At the inaugural Gaming As Meaningful Education (GAME) conference, librarians met to explore how games can be used in education and programming to inspire creativity, critical thinking, and problem-solving skills. The conference was held September 23–24 in Rochester, New York, and cosponsored by the American Association of School Librarians (AASL) and the American Library Association’s Games and Gaming Round Table (GameRT).
Game-based programs are my top teen program area, and I have seen firsthand how playing games can break down barriers—including gender, age, and race—between people. I wanted to look at gaming from a more educational vantage point to see how I can increase that aspect of game play in a public library setting. The opportunity to attend an after-hours event at The National Museum of Play at The Strong was also too much to resist.
The after-hours event took place September 22. A networking hour allowed attendees to meet and mingle with other game-interested librarians, such as one librarian from a vocational school who is working on a prototype for a book-based virtual dungeon crawl game to enhance readers’ advisory. Following the social hour, attendees explored the Toy Halls of Fame—the highlight was seeing a room full of librarians throwing tokens into arcade machines and playing against each other for hours.
GAME began in earnest on September 23. In her keynote address, “Harness the Power of Digital Learning with Gaming,” Julie Evans, CEO of Project Tomorrow, spoke about the results of the Speak Up National Research Project. The project has conducted more than 4.5 million surveys of parents, educators, and students since 2003 and found that “a new kind of learning experience is needed to prepare for the future.” According to the Speak Up surveys for 2015, using games is second on the list of teachers’ professional-development concerns—it didn’t even make the top 10 in 2014. These results point to a huge opportunity for game-playing public librarians to do more to reach students in their districts and to make connections with school library media specialists and teachers to offer professional development opportunities that discuss, teach, and demonstrate games. The 2015 Speak Up findings are compiled in “From Print to Pixel: The Role of Video Games, Animations, and Simluations with K–12 Education.”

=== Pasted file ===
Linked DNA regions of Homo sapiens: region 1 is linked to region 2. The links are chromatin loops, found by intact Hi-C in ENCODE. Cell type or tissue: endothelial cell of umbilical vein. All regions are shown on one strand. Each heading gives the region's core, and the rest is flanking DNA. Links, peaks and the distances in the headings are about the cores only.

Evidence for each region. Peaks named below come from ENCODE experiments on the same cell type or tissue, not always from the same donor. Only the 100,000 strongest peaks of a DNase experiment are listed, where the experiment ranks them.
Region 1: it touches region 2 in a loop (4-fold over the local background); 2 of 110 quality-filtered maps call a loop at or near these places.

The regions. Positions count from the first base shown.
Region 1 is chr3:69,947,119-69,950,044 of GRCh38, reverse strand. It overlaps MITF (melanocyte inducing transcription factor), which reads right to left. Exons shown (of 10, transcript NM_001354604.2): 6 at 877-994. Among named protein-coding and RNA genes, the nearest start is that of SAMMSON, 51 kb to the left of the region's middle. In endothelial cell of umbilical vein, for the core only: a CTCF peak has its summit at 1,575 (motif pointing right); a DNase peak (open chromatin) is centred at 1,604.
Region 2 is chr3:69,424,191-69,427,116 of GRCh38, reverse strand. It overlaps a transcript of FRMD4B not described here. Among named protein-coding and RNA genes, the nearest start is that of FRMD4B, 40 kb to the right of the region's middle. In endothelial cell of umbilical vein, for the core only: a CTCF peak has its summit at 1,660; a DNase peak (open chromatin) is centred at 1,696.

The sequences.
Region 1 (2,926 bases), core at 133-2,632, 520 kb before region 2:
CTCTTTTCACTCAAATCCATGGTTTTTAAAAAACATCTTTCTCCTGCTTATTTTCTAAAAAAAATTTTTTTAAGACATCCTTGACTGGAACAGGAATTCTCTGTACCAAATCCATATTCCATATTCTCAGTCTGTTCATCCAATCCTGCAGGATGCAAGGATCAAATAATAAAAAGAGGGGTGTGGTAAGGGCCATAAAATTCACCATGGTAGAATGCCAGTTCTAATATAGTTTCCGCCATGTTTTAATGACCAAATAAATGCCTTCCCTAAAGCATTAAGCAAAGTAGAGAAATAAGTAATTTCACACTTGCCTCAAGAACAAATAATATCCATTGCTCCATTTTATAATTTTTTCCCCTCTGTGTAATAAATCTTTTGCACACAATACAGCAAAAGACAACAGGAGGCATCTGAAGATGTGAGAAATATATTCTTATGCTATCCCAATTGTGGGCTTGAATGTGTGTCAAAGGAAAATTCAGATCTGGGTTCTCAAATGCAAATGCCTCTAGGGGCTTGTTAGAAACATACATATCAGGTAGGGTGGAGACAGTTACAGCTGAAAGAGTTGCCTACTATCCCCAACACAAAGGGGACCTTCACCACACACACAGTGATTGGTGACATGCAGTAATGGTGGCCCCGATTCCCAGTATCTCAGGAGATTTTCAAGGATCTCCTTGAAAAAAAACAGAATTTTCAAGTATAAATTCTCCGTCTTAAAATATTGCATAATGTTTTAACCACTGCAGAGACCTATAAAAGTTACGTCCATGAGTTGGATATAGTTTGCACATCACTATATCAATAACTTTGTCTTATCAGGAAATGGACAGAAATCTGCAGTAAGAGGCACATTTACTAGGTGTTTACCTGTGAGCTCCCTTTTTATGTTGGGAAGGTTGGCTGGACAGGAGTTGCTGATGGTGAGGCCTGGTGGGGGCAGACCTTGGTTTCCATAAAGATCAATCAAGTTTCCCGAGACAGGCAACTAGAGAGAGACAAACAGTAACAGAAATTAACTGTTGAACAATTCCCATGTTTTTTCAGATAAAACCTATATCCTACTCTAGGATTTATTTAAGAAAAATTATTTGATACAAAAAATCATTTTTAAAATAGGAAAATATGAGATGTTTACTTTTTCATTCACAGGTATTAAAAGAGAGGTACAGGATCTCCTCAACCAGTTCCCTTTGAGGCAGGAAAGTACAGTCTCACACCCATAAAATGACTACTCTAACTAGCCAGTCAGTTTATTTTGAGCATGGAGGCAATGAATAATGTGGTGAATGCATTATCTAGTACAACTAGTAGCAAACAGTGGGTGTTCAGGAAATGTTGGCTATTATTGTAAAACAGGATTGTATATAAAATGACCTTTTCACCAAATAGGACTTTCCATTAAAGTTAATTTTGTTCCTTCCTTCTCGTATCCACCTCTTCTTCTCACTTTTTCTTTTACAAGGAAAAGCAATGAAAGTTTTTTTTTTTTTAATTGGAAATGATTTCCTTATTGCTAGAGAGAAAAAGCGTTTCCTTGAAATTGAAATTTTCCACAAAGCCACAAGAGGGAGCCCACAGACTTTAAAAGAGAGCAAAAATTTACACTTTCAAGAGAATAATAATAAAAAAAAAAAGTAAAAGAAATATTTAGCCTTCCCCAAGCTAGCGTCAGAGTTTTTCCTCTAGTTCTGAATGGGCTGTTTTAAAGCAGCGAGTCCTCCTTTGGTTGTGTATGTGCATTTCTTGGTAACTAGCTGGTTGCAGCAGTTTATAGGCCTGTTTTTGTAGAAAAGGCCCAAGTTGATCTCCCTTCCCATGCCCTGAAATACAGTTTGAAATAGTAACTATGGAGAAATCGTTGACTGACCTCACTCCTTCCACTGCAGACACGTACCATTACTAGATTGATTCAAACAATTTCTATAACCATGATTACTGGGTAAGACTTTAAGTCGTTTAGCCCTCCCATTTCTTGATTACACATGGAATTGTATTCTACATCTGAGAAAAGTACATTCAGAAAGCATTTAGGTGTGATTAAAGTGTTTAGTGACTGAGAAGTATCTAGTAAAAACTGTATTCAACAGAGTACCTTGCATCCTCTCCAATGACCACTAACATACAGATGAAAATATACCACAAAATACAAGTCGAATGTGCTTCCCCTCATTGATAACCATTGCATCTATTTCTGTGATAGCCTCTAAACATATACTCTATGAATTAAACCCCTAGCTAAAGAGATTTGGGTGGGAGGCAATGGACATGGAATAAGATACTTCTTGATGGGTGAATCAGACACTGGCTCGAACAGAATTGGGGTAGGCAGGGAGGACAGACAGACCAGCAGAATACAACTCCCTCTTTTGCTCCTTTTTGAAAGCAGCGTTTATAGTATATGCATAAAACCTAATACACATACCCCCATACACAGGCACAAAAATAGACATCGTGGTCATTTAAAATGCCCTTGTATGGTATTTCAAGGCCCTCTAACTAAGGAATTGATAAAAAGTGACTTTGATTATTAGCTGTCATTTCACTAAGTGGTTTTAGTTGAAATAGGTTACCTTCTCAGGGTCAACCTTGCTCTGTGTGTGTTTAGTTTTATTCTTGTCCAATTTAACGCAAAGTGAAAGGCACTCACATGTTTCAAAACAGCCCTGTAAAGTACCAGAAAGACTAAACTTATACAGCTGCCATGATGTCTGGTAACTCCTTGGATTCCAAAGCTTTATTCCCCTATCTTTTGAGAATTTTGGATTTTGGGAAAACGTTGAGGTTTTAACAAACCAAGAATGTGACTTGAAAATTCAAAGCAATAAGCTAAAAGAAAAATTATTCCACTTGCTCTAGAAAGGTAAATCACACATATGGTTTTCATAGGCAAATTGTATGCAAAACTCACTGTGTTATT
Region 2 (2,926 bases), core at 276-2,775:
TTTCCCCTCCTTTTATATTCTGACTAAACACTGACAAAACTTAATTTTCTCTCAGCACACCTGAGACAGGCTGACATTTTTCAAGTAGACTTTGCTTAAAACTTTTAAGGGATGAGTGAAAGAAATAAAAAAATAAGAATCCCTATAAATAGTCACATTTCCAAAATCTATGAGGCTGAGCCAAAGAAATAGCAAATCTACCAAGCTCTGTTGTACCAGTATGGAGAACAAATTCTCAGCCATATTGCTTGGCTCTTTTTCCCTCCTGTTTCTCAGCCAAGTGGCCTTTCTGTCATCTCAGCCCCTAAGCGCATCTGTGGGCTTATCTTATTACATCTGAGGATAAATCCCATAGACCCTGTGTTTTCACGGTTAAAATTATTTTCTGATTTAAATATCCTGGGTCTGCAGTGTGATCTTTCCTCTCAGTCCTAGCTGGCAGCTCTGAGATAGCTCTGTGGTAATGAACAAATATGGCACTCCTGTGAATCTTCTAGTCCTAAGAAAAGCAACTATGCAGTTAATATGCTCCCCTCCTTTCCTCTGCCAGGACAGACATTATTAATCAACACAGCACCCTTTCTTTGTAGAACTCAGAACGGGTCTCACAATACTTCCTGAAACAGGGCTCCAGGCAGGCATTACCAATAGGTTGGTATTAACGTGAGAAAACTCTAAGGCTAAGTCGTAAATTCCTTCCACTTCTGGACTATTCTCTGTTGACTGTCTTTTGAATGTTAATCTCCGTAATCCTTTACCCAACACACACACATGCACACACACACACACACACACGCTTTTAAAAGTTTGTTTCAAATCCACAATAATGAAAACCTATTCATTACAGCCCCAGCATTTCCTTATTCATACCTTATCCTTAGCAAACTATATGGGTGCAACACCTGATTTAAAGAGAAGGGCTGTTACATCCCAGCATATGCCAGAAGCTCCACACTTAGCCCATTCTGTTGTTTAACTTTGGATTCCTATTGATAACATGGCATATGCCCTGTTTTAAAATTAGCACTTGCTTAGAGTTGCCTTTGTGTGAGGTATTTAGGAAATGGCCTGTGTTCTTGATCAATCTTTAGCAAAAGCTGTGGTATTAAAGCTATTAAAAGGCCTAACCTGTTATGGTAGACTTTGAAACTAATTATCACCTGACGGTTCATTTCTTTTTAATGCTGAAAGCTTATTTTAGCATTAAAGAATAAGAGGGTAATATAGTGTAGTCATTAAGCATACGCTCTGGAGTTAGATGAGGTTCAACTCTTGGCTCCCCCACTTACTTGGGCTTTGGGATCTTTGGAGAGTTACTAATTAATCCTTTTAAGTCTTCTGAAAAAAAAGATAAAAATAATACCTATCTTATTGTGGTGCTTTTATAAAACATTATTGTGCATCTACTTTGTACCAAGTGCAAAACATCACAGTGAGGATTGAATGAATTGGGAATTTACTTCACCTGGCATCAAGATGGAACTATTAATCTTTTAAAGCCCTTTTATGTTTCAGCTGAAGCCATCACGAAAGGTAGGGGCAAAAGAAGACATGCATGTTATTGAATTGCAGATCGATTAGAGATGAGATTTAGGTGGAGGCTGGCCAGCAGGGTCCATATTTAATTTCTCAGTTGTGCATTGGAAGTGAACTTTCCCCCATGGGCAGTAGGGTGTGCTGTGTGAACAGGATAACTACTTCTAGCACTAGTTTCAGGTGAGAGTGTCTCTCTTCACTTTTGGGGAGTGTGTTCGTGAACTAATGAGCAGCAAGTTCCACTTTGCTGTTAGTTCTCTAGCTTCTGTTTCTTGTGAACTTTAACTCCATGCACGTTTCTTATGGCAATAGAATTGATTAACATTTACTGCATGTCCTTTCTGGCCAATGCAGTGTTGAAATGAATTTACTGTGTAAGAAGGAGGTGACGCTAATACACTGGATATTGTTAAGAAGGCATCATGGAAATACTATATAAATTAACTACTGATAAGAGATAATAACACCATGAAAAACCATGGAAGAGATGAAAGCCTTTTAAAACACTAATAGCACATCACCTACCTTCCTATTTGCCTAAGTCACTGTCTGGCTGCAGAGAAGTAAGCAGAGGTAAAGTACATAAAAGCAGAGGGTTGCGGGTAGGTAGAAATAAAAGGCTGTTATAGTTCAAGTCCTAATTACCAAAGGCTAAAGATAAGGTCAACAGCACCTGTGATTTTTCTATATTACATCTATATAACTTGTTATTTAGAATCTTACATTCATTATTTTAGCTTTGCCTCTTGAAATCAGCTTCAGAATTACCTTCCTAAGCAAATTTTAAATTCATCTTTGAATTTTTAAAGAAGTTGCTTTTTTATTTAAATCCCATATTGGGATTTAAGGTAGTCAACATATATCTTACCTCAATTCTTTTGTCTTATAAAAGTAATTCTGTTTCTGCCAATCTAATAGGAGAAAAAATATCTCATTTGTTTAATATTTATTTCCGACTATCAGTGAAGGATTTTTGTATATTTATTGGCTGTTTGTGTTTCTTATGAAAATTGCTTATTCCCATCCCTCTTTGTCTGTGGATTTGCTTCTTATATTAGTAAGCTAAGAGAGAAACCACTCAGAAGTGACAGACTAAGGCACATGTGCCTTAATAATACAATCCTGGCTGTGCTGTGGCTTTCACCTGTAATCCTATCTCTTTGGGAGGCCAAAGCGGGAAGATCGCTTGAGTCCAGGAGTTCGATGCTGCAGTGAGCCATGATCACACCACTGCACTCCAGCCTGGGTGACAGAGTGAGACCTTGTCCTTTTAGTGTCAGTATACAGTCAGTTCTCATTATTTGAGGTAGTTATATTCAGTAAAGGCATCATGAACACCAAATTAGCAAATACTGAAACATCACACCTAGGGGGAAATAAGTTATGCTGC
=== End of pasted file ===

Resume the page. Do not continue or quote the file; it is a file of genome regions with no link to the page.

Thomas Knowlton, outreach librarian at New York Public Library, provided a list of recommended digital games to explore other concepts, learning areas, and make inter- and meta- textual connections in his session, “10 Video Games Every Librarian Should Play.”
Brian Mayer and Liesel Toates brought interactive fun to their session “Escape into the Curriculum.” Mayer and Toates explained the cross-curricula nature of escape rooms and how to create and use them as learning environments or instructional tools. Attendees broke into teams and tried to solve puzzles to unlock a box (the contents of which are still a mystery).
Aaron J. Elkins, assistant professor at Texas Woman’s University, led an examination of Twine (an HTML-based, open source, game development tool) to create digital game-stories to round out sessions for the day.